CDC COVID Data Tracker – This serves as CDC’s home for COVID-19 data. Case and death counts reported to CDC since January 21, 2020 are available here. COVID Data Tracker is updated frequently. Timing depends on the availability of data provided by jurisdictions. Information about the frequency of updates is available on each data page. Topics covered on COVID Data Tracker include:

  • COVID-19 in Your Community
  • Vaccinations
  • Cases, Deaths, and Testing
  • Health Equity Data
  • Demographic Trends
  • Health Care Settings
  • Genomic Surveillance
  • Seroprevalence
  • People at Increased Risk

COVID Data Tracker Weekly Review

  • Key updates for the week (trends in cases, deaths, variants, laboratory testing, hospitalizations, and vaccinations)
  • Interpretive summaries for trends in key COVID-19 data

Hospitalization Surveillance Network (COVID-NET)

  • National hospitalization rates for COVID-19
  • Characteristics of people hospitalized with COVID-19 in the U.S.

COVID-19 Serology Surveillance

  • Information on large-scale geographic, community-level, and special populations seroprevalence surveys. (Results from these surveys are posted as they become available.)

COVID-19 Data from the National Center for Health Statistics (NCHS)

  • Provisional death counts based on death certificate data from the National Vital Statistic System.
  • Data on mental health and access to health care from the NCHS partnership with the U.S. Census Bureau on the Household Pulse Survey. (Includes indicators of anxiety and depression based on reported frequency of symptoms during the last seven days.)
  • Maternal and infant characteristics among women with confirmed or presumed COVID-19 during pregnancy.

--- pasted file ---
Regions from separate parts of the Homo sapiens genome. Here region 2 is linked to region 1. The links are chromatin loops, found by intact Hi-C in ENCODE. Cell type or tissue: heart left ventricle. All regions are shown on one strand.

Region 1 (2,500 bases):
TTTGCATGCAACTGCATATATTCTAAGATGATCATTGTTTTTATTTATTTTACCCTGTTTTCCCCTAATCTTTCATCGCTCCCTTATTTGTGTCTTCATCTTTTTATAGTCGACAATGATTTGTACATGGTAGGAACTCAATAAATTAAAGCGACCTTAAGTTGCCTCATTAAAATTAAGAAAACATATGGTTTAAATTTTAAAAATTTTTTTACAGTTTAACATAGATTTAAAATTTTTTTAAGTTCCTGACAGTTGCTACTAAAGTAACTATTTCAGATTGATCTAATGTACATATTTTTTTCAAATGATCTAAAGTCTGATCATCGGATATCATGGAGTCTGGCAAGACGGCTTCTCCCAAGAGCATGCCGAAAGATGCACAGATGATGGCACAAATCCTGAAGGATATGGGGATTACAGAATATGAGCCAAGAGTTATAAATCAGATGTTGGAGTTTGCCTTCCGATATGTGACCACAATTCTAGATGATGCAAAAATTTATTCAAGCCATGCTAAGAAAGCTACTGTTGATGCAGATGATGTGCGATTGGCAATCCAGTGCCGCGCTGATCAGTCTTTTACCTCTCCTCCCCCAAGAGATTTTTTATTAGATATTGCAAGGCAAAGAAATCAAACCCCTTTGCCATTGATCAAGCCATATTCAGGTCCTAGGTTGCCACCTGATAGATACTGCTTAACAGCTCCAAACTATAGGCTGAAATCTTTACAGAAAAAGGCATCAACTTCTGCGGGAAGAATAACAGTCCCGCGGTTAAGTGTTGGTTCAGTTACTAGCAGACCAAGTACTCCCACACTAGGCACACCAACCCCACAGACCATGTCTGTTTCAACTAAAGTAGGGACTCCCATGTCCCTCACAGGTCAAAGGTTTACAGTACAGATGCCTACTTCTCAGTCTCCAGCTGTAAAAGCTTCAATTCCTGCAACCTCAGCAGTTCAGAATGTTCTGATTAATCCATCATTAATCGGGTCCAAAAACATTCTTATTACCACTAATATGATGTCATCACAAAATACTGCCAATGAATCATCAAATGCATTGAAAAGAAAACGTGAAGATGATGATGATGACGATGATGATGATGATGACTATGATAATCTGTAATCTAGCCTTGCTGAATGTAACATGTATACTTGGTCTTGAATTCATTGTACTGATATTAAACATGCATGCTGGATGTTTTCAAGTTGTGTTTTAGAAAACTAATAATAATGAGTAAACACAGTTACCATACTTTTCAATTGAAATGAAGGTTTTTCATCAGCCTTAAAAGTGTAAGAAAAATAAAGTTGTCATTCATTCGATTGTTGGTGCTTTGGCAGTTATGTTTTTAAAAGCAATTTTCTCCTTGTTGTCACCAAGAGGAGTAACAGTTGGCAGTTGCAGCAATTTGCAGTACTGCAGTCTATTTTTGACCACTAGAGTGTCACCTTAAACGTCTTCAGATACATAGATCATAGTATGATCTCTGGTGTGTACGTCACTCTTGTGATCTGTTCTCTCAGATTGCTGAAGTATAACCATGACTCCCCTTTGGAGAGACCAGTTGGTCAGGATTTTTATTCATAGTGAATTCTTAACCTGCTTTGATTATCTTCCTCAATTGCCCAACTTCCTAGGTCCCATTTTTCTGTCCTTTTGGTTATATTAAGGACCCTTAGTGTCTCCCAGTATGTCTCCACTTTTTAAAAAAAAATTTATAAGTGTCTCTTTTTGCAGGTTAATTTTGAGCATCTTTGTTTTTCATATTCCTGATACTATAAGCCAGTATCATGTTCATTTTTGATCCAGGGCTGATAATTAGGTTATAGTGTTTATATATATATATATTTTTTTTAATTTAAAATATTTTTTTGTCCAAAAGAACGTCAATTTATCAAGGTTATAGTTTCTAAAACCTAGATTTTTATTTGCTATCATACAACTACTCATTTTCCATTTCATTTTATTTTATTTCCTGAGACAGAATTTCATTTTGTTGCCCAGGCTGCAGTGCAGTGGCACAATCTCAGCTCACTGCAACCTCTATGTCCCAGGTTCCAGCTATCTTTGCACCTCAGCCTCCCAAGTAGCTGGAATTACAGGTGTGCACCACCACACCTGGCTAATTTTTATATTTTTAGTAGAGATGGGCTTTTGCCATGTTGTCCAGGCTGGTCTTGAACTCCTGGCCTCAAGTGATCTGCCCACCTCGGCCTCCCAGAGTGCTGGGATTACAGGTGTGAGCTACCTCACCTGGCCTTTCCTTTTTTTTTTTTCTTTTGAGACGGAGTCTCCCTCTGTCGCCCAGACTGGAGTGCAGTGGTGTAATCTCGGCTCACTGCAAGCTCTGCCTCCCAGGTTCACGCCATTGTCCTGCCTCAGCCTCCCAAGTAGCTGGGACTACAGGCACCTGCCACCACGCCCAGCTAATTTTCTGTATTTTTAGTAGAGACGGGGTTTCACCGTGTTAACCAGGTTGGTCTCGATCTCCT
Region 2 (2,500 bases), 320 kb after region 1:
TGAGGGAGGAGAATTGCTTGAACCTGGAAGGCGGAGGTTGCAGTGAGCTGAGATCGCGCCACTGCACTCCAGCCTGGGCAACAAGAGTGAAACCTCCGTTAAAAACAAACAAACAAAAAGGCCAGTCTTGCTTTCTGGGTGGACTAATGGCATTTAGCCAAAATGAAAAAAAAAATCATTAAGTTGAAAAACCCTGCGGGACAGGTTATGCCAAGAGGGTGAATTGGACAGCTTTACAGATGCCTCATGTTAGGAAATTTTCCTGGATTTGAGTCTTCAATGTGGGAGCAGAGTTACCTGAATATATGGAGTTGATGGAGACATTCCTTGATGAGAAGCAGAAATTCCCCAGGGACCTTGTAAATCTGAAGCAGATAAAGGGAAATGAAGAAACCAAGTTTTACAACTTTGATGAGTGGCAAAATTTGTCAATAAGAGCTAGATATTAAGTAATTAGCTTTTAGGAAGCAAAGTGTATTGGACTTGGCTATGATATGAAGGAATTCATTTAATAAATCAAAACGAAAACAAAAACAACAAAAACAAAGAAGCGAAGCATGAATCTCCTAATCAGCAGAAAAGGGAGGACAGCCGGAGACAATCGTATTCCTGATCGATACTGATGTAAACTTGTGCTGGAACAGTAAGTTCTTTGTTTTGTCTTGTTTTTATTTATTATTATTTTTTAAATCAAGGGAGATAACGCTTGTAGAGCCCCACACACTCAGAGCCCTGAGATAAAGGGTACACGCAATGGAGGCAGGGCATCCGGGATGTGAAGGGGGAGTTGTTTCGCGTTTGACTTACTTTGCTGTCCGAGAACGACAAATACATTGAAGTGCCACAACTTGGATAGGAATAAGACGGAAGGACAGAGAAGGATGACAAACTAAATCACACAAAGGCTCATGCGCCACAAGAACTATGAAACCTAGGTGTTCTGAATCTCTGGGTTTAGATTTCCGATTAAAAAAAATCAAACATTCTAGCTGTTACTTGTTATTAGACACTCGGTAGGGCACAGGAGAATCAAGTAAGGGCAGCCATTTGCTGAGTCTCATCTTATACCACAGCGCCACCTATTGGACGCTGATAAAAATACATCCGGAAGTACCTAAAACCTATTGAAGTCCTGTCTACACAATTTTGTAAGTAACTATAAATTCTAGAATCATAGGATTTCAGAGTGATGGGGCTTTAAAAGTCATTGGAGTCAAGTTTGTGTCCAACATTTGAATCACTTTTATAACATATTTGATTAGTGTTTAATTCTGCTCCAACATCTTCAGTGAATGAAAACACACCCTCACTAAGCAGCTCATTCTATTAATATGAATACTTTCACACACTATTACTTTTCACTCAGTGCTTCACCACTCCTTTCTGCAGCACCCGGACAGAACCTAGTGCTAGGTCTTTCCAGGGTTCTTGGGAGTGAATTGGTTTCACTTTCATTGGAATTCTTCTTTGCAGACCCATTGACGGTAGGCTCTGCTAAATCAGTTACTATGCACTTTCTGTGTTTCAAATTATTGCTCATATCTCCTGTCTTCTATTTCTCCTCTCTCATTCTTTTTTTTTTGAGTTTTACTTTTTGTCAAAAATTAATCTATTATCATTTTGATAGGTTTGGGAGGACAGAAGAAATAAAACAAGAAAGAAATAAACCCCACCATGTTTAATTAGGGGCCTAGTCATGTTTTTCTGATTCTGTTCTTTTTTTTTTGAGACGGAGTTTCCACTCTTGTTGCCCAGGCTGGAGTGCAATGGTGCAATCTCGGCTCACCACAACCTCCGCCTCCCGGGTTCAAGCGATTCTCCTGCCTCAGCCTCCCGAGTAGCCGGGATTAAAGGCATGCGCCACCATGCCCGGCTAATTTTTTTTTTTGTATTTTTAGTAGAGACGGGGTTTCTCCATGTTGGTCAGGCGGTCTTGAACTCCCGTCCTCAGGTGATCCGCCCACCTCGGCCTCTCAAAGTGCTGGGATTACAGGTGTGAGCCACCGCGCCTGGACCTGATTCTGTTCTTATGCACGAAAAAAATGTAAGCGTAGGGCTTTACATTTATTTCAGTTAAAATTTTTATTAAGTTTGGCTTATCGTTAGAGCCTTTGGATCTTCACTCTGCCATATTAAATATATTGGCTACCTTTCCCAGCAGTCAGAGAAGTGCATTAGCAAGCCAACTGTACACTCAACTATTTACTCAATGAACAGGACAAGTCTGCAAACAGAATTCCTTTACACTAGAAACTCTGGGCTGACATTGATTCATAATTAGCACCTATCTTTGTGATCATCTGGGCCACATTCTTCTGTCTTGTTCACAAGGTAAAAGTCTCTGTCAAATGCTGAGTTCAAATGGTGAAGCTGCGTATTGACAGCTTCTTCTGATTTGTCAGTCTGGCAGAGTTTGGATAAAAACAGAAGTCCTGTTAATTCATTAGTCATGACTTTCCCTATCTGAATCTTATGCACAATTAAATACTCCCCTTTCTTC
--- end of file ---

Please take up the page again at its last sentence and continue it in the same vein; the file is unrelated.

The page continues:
Current Hospital Capacity Estimates

  • Estimated percentage of inpatient beds occupied by all patients, by state.
  • Estimated percentage of inpatient beds occupied by COVID-19 patients, by state.
  • Estimated percentage of ICU beds occupied by all patients, by state.

Other resources:

Understanding COVID-19 Case Data

A COVID-19 case is an individual who has been determined to have COVID-19 using a set of criteria known as a case definition. Cases can be classified as suspect, probable, or confirmed. CDC counts include probable and confirmed cases and deaths. Suspect cases and deaths are excluded.

The case classifications for COVID-19 are described in an updated interim COVID-19 position statement and case definition issued by the Council of State and Territorial Epidemiologists. A probable case or death is defined as any one of the following:

  • Meets clinical criteria AND epidemiologic linkage with no confirmatory laboratory testing performed for SARS-CoV-2
  • Meets presumptive laboratory evidence
  • Meets vital records criteria with no confirmatory laboratory evidence for SARS-CoV-2

Any cases and deaths classified as probable are included in CDC case counts. The same applies to any cases and deaths classified as confirmed.

Antigen tests administered by a Clinical Laboratory Improvement Amendments (CLIA)-certified provider, when positive, meet the criteria for identifying a person as a probable case according to the current Council of State and Territorial Epidemiologists guidance (21-ID-01). However, a positive antigen test does not meet the criteria for a confirmed case, which must be identified based on a positive nucleic acid amplification test (NAAT) performed in a CLIA-certified laboratory.

Reporting of antigen results by CLIA-certified providers to local and state public health agencies is required under the Coronavirus Aid, Relief, and Economic Security (CARES) Act (P.L. 116-136, § 18115) and by most state and local health departments. If a jurisdiction uses antigen results to identify probable cases and reports those cases to CDC, these numbers are included in the jurisdictional case totals. This information is accessible on the CDC COVID Data Tracker.

Cases based solely on a positive self-test are not included in national or state COVID-19 case counts. This is because self-tests are not administered by a CLIA-certified provider and do not meet the criteria for a confirmed or probable case.

[Additional information on case definitions can be found here: Coronavirus Disease 2019 (COVID-19) 2021 Case Definition | CDC and here: CDC COVID Data Tracker]

CDC and state and local public health agencies rely on multiple data types to understand disease burden. While increases in self-testing have the potential to impact case data and laboratory data, both data sources will continue to track trends in illness and community transmission. Other types of data also help provide insight into aspects of disease burden such as the demands on healthcare systems, highly impacted or disproportionately impacted populations, and disease severity indicators.